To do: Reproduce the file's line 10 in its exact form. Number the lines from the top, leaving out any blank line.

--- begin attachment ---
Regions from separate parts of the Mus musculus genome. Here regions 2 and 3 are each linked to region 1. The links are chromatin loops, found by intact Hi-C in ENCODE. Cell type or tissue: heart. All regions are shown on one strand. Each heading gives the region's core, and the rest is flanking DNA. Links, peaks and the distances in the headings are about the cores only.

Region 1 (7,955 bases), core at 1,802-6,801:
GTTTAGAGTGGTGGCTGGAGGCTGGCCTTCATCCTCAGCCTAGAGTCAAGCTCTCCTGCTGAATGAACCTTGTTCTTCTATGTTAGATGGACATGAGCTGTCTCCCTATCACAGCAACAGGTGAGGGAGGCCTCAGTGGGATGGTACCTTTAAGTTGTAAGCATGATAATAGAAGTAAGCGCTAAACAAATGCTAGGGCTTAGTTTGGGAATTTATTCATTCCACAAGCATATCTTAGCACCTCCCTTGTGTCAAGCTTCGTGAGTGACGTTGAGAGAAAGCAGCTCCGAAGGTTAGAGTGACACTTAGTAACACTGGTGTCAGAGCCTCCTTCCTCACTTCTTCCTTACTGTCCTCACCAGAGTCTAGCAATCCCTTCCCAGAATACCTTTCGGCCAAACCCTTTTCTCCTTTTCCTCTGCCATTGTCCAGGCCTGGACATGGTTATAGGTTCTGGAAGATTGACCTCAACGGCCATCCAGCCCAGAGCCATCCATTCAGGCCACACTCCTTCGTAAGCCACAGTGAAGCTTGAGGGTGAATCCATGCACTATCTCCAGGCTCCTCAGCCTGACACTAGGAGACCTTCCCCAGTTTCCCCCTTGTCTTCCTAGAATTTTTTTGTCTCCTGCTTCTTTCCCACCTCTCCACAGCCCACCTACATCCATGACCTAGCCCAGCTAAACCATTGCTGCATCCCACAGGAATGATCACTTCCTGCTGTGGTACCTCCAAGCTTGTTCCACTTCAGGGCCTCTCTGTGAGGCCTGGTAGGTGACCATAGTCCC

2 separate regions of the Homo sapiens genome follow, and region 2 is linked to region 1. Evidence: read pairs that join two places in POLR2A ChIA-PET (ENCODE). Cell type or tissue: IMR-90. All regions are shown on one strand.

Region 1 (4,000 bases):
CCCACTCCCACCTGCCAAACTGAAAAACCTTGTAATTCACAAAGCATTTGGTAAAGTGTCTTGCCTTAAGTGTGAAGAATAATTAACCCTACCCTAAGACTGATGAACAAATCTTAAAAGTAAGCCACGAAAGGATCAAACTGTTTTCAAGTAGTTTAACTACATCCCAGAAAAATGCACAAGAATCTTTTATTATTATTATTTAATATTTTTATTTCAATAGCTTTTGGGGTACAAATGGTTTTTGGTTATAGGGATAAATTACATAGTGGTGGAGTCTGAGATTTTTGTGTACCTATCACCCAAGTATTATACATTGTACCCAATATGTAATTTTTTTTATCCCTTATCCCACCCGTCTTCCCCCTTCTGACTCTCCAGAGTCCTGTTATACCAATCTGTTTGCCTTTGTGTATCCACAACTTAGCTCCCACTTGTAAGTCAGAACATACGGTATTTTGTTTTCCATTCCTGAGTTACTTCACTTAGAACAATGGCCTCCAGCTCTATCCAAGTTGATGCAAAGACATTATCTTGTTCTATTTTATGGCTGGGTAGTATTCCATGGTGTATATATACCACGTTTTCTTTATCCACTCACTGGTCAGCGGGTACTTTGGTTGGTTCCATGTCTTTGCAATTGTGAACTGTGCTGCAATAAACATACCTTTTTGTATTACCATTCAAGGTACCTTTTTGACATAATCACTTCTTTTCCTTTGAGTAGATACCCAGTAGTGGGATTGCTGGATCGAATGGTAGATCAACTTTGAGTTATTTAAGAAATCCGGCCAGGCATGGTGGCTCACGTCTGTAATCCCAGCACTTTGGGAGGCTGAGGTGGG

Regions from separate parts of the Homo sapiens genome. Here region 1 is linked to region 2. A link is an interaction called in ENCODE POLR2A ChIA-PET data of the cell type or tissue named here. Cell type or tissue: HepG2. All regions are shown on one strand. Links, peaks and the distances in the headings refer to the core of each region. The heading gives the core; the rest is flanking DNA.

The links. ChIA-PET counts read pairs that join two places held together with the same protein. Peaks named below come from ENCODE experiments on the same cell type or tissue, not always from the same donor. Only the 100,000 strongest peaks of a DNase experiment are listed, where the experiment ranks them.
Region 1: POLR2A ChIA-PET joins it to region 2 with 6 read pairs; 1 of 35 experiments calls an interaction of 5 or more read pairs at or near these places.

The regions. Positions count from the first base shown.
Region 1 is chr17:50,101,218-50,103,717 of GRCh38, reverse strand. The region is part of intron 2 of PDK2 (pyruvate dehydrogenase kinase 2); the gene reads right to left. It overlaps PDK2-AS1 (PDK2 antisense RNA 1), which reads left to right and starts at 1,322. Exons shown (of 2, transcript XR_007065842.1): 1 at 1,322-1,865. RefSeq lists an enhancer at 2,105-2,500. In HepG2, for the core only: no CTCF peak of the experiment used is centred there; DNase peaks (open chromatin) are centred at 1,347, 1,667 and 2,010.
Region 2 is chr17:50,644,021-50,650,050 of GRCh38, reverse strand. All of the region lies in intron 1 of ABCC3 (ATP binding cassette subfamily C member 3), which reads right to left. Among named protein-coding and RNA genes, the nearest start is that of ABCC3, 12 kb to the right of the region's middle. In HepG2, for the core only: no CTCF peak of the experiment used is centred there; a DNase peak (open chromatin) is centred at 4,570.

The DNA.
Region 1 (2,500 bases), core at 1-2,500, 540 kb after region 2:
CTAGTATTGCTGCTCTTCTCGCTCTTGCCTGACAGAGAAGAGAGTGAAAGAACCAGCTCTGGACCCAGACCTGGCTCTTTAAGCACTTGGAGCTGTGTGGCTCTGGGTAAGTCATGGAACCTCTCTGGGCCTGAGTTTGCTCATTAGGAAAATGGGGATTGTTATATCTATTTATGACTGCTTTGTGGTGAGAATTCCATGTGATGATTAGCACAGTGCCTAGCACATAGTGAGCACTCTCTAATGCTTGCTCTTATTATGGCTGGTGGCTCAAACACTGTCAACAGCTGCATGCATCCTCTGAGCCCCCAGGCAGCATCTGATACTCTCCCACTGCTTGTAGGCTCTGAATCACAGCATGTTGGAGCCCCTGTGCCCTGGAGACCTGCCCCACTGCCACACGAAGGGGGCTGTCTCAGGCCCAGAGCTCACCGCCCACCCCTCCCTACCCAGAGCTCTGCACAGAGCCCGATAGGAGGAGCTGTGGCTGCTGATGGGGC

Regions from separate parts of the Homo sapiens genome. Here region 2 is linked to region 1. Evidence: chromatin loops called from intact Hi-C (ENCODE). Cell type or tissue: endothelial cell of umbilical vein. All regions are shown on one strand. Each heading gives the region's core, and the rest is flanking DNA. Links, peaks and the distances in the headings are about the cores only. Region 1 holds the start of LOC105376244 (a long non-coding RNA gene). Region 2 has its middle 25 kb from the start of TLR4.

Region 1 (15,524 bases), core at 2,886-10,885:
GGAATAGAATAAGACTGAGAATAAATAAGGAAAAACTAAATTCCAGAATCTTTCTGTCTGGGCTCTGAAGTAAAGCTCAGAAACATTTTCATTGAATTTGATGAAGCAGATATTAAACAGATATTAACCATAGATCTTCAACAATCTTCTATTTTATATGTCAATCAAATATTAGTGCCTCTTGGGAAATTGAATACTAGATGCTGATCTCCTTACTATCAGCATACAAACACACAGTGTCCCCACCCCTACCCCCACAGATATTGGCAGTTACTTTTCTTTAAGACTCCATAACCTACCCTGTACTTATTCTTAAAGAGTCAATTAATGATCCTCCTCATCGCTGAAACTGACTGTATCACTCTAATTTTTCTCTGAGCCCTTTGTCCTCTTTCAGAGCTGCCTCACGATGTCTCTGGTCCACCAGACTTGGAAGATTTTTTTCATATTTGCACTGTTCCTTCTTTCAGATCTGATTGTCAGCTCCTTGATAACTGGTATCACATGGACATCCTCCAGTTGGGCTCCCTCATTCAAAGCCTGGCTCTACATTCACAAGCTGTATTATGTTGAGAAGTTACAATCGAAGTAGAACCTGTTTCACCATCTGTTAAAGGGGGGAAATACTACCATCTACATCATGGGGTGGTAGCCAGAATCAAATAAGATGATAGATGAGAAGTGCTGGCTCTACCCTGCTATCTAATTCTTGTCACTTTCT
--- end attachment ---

The regions. Positions count from the first base shown.